2001-Sun Jun 25 06:31:37 EDT 2017
Vetstreet. All rights reserved. Powered by Brightspot.
Vetstreet does not provide medical advice, diagnosis, or treatment. See Additional Information ›
Laundry detergent pods (single-use laundry packs) have been in the news recently for causing poisonings in children who, attracted by the bright, candylike packaging, ingest them. These pods have surged in popularity recently because they are so easy to use — you just grab a pack that’s about the size of a mini candy bar and pop it in the wash. But if they are a danger for children, what about pets who may eat them?
Though pods can seem like potential food items or toys to pets, it’s important to keep in mind that detergents in any kind of packaging are of concern. Laundry detergents contain chemicals called ionic and anionic surfactants. Although small ingestions of these substances, such as a lick of a small spill, generally cause only drooling and/or retching,larger ingestionsare problematic (more on that in a minute).
One of the reasons pods are dangerous is that the detergent in them is more concentrated than in bottled formulations (although pets generally seem to consume a smaller amount as compared to spills). Detergents also tend not to be handled or regarded with the same caution as other household toxins. Pods, like liquid detergents, are frequently stored unsecured in laundry rooms. Due to their handy packaging, they are also sometimes tossed on top of waiting loads of wash. They are also easy to lose track of if they fall off a counter and slide under an appliance or furniture, where curious pets can later fish them out for play, which may include mouthing the pod. Since the pods are meant to dissolve in water, saliva can lead to a release of the contents even if the pet hasn’t actually bitten through the packaging. Dry pods do not pop easily just by squeezing, but once a pod is wet by water or saliva, the contents can readily ooze out.
When comparing single-use products to liquid detergent, there is one obvious difference we have noticed here at ASPCA Animal Poison Control. Though the overall number of calls we receive regarding detergent poisonings has remained the same since these products debuted on the market, there are some interesting differences by species.
For instance, dogs are much more likely to ingest single-use packs than cats. Dogs make up about 92 percent of single-use pack cases; they are involved in just under 60 percent of liquid detergent cases. Cats make up 6.5 percent of single-use pack cases and 41 percent of liquid detergent cases. Cats are more likely to knock over open bottles of liquid detergent and get the product all over themselves, ingesting the detergent through grooming.
As stated earlier, a lick or two isn’t likely to cause a big problem, but larger ingestions of laundry detergent can cause severe clinical signs. It doesn’t matter for pets if detergent is in liquid form or the concentrated pod form that is now in the news. The most commonly seen clinical sign with detergent ingestion is vomiting. One problem with detergent is that it is foamy; when the animal vomits, the foam can be inhaled into the lungs. In the worst cases, the soap coats the airways and hinders oxygen exchange in the lungs, causing animals to suffocate. More commonly it can cause coughing, difficulty breathing and inflammation of the lung tissues. Gagging and retching are also common, due to irritation in the back of the throat.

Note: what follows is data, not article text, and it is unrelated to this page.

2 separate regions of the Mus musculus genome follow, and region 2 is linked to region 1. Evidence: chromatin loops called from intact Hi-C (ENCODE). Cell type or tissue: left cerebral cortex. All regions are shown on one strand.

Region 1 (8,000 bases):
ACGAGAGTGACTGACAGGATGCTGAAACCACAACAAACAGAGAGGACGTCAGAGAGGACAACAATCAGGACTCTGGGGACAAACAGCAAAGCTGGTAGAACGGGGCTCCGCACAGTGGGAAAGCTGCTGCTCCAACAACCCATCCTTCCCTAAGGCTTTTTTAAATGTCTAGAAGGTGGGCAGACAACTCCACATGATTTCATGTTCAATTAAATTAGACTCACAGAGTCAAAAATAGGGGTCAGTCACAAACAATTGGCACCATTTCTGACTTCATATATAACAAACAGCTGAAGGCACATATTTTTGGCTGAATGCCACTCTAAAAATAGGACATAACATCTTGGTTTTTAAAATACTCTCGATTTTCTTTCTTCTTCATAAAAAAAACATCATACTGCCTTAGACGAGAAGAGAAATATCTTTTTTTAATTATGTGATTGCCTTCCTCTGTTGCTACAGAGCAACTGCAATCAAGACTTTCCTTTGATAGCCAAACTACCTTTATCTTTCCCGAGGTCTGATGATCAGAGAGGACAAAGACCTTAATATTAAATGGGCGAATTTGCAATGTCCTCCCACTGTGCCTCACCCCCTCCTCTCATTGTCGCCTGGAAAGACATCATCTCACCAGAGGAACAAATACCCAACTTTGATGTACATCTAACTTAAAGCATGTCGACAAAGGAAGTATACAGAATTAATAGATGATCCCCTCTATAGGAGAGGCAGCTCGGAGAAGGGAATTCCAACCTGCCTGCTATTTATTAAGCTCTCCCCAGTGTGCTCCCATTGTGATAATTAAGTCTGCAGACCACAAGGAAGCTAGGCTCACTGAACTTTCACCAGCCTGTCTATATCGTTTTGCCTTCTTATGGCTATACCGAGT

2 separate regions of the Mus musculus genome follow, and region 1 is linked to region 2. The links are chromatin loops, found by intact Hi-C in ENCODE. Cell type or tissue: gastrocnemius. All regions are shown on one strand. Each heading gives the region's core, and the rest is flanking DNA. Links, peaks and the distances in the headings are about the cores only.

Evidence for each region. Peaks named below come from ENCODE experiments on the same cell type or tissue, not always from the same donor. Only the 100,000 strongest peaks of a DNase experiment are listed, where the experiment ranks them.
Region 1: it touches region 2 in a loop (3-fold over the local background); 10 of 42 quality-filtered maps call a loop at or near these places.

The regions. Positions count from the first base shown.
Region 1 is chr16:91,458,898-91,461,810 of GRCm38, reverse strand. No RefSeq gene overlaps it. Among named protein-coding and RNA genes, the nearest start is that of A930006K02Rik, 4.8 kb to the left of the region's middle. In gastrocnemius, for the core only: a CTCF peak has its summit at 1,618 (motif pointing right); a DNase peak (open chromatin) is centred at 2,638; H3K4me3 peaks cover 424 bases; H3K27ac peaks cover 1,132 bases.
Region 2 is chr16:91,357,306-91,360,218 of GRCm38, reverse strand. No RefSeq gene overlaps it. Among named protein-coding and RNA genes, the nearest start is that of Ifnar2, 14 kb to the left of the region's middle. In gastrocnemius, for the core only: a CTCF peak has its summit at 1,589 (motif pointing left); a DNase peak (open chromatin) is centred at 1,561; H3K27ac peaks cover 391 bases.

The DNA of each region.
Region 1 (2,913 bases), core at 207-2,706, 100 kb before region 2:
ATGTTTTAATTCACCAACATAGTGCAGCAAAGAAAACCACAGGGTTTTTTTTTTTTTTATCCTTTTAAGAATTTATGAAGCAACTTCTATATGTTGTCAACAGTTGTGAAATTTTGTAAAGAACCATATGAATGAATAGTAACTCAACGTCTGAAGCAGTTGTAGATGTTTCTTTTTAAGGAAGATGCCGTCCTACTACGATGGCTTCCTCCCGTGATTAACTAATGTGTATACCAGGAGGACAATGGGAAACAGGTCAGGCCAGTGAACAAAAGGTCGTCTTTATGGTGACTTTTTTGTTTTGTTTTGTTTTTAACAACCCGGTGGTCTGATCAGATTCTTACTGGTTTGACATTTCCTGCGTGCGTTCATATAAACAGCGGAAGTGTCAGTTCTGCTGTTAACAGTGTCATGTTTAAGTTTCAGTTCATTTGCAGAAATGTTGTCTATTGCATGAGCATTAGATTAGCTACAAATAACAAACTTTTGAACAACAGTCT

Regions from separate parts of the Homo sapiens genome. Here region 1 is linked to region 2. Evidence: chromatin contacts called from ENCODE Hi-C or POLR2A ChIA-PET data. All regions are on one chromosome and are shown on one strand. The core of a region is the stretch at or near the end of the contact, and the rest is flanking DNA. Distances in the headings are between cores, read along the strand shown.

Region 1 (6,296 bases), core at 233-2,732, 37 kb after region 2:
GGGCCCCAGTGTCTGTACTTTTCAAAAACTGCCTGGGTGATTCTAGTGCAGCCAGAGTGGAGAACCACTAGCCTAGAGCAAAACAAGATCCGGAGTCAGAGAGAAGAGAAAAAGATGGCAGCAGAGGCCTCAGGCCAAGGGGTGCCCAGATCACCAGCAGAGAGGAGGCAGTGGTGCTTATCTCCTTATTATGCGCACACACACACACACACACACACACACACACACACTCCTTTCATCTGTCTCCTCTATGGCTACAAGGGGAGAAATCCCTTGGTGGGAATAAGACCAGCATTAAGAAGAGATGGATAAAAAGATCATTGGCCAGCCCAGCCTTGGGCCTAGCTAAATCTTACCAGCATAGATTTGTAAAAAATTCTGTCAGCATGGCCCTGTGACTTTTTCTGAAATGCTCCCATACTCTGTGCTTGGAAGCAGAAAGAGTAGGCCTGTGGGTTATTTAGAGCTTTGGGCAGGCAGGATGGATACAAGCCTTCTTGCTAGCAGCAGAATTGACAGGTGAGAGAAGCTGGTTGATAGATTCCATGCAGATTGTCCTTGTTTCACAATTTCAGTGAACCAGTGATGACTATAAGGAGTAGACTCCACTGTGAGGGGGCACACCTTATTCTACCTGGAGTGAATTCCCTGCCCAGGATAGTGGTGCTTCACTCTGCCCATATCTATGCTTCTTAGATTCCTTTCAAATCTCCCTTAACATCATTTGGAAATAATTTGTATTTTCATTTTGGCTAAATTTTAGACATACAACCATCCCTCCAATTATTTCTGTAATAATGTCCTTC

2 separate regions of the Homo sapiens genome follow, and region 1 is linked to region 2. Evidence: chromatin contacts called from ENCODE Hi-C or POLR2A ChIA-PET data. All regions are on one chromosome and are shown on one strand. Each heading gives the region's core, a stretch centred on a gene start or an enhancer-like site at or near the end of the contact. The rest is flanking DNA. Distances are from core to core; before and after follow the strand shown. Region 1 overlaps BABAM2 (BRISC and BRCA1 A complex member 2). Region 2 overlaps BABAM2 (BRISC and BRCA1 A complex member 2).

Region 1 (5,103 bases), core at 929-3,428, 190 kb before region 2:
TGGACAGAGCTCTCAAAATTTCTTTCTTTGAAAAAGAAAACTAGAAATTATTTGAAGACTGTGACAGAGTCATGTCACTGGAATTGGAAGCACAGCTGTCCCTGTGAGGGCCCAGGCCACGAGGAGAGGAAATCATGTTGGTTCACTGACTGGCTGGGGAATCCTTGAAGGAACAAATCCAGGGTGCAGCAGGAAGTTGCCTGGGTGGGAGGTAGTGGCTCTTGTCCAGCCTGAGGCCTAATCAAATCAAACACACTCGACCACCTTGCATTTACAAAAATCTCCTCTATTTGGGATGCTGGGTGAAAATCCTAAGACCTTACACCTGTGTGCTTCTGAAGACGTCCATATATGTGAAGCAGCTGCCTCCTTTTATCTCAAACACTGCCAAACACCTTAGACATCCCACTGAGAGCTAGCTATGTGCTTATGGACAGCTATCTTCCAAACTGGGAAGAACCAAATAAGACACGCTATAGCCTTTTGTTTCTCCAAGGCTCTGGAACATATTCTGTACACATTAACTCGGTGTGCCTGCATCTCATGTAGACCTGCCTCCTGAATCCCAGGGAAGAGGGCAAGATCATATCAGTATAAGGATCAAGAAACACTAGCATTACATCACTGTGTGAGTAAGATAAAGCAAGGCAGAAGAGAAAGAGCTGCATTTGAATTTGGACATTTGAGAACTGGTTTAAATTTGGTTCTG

If an animal does ingest laundry detergent in either pod or liquid form, contact your veterinarian or a poison control hotline immediately. If the ingestion is determined to be minor and there is no vomiting, your veterinarian will likely dose your pet with small amounts of water or milk to dilute the substance. If there is detergent on the hair coat, rinse it off completely with water. Any animal with repetitive vomiting or difficulty breathing should seea veterinarianimmediately.
Whether in pod form or liquid, detergents are a sometimes under-recognized household toxin. Remember to keep all laundry products away from pets. Make sure bottle tops are on tight, that the products are stored out of reach of pets, and that pets cannot knock over any containers. One silver lining to the appearance of laundry pods on the market is that they seem to be raising awareness overall among owners about the toxicity of everyday detergents to pets and the need to keep these products secured.
More on Vetstreet.com:
Like this article? Have a point of view to share? Let us know!
Take our breed quiz to find your next pet.
Bartonella is a type bacteria that can be transmitted to cats, dogs and humans from exposure to infected fleas and…
Want to give your pup yummy, low-calorie treats? We’ve got the skinny on which foods are OK to feed him.
Not sure about food puzzles? Our veterinarian reveals why the payoff for your pet is well worth any extra work.
With these simple dental care tips, you can help keep your canine’s adorable smile shiny and healthy for life.
The friendly and inquisitive LaPerm has an easy-care coat that comes in a variety of colors and patterns.
Check out our collection of more than 250 videos about pet training, animal behavior, dog and cat breeds and more.
Wonder which dog or cat best fits your lifestyle? Our new tool will narrow down more than 300 breeds for you.
If the video doesn't start playing momentarily,
please install the latest version of Flash.
Thank you for subscribing.